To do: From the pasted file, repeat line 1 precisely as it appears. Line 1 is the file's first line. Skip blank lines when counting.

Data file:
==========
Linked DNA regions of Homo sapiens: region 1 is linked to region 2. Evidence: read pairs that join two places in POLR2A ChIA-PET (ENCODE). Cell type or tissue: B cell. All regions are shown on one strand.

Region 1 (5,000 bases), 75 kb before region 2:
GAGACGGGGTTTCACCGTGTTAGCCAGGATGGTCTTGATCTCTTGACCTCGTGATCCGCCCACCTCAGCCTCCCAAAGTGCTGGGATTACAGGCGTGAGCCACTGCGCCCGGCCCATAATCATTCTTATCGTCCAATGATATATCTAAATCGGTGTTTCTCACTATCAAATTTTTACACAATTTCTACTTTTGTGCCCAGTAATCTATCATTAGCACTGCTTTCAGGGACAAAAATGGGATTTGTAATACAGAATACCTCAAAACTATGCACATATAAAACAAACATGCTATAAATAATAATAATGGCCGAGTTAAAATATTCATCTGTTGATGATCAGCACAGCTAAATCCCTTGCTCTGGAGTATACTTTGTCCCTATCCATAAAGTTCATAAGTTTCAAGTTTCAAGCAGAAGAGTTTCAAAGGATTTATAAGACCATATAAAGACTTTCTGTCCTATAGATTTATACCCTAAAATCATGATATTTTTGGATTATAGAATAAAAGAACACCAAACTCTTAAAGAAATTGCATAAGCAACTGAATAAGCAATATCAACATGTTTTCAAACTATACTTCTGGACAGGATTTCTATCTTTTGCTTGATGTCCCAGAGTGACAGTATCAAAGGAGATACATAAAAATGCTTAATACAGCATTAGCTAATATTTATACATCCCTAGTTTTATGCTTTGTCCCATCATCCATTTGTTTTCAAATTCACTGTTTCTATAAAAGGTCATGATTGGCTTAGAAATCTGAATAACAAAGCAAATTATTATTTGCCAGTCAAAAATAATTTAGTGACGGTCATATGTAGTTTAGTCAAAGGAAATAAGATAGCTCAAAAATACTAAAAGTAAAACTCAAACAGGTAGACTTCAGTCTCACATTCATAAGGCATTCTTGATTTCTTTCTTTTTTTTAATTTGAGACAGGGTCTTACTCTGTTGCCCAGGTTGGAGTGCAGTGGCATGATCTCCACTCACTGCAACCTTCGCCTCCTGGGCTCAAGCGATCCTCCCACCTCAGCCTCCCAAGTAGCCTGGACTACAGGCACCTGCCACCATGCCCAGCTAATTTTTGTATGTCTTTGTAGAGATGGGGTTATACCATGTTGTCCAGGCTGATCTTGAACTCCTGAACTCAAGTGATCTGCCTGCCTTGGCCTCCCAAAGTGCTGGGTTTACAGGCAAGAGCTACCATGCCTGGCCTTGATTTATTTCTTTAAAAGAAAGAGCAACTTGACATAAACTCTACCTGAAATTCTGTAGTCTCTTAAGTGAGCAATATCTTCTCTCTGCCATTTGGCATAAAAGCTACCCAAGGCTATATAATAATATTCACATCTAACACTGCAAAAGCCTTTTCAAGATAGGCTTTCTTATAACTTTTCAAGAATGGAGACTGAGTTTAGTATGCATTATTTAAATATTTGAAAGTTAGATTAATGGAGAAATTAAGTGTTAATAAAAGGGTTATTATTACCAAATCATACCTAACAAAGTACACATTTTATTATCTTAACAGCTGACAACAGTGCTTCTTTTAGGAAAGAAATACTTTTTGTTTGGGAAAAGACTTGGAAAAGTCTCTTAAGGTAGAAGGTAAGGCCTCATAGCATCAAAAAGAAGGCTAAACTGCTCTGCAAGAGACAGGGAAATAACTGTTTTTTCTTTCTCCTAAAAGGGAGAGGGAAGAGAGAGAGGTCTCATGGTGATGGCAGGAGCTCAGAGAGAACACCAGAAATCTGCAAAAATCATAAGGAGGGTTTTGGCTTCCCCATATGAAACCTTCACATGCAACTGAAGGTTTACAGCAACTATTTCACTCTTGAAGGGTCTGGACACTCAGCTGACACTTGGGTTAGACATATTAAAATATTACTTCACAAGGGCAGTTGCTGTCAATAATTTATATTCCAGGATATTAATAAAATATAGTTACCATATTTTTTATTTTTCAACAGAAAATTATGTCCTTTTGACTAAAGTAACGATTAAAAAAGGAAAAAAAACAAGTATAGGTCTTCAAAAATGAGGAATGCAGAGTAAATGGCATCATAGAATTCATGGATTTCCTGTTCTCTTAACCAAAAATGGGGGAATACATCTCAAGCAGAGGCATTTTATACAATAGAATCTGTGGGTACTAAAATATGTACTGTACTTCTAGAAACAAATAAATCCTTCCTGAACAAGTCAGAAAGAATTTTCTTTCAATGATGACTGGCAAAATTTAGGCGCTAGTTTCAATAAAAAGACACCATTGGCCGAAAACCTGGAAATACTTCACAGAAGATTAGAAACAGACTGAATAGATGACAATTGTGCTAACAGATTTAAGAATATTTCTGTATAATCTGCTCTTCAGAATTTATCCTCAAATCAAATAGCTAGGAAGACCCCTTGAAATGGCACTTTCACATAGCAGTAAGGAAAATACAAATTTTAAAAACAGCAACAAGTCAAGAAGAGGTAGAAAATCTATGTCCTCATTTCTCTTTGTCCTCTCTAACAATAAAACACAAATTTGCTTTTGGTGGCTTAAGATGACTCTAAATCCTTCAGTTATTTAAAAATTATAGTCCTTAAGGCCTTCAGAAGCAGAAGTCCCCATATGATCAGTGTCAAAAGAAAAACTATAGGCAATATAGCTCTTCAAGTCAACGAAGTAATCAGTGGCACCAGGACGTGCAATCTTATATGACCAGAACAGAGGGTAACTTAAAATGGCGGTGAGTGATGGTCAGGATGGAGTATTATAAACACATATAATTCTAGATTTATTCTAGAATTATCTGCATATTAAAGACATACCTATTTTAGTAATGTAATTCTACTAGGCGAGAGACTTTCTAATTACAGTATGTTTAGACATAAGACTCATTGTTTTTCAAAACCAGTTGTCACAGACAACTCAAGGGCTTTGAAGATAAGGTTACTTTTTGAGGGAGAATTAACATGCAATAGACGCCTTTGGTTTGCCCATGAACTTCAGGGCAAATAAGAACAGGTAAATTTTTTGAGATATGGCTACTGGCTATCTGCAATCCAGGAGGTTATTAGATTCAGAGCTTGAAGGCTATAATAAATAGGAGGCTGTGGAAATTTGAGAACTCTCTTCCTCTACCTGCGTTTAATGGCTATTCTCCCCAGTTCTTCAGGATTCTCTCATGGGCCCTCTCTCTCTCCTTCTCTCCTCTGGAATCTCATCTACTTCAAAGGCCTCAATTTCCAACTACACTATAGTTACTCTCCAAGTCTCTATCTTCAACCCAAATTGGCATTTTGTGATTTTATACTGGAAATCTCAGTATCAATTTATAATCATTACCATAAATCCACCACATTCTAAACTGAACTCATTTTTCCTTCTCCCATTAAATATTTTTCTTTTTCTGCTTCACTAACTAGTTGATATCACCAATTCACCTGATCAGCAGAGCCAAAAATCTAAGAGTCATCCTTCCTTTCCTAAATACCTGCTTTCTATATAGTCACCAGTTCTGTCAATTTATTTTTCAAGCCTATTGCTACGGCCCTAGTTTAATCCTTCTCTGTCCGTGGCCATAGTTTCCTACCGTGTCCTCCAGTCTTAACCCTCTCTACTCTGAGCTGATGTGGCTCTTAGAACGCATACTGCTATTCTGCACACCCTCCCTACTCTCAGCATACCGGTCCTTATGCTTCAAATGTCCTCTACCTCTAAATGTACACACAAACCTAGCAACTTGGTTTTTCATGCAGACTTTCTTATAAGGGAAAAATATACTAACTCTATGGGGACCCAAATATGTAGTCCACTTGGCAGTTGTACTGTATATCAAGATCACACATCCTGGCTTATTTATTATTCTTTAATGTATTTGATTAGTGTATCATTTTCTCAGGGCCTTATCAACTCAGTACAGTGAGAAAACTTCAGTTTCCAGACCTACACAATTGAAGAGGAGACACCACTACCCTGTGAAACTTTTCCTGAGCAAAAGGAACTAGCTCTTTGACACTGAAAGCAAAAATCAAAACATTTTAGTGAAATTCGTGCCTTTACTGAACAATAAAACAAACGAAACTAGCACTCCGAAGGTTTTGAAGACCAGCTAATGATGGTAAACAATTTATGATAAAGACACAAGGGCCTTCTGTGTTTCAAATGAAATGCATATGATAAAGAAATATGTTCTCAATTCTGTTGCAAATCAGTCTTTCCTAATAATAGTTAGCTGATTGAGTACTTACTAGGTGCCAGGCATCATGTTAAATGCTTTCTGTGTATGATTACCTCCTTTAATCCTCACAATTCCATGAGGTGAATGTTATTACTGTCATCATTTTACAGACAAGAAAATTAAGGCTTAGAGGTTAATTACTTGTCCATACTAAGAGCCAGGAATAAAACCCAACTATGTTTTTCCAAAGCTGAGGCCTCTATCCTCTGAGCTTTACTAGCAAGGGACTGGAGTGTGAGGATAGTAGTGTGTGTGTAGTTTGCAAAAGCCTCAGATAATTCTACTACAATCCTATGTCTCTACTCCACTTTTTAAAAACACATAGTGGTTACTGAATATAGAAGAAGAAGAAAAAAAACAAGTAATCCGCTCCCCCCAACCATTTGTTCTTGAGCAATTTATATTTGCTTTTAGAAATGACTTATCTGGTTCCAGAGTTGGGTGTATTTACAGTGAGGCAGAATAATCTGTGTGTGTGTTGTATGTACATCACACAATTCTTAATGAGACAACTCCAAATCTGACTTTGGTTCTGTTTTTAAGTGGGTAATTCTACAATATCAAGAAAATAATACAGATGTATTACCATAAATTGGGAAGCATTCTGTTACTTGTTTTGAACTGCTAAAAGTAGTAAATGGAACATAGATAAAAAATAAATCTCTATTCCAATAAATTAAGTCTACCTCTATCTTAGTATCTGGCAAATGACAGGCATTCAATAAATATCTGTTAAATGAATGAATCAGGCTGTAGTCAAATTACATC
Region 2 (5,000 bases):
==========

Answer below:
Linked DNA regions of Homo sapiens: region 1 is linked to region 2. Evidence: read pairs that join two places in POLR2A ChIA-PET (ENCODE). Cell type or tissue: B cell. All regions are shown on one strand.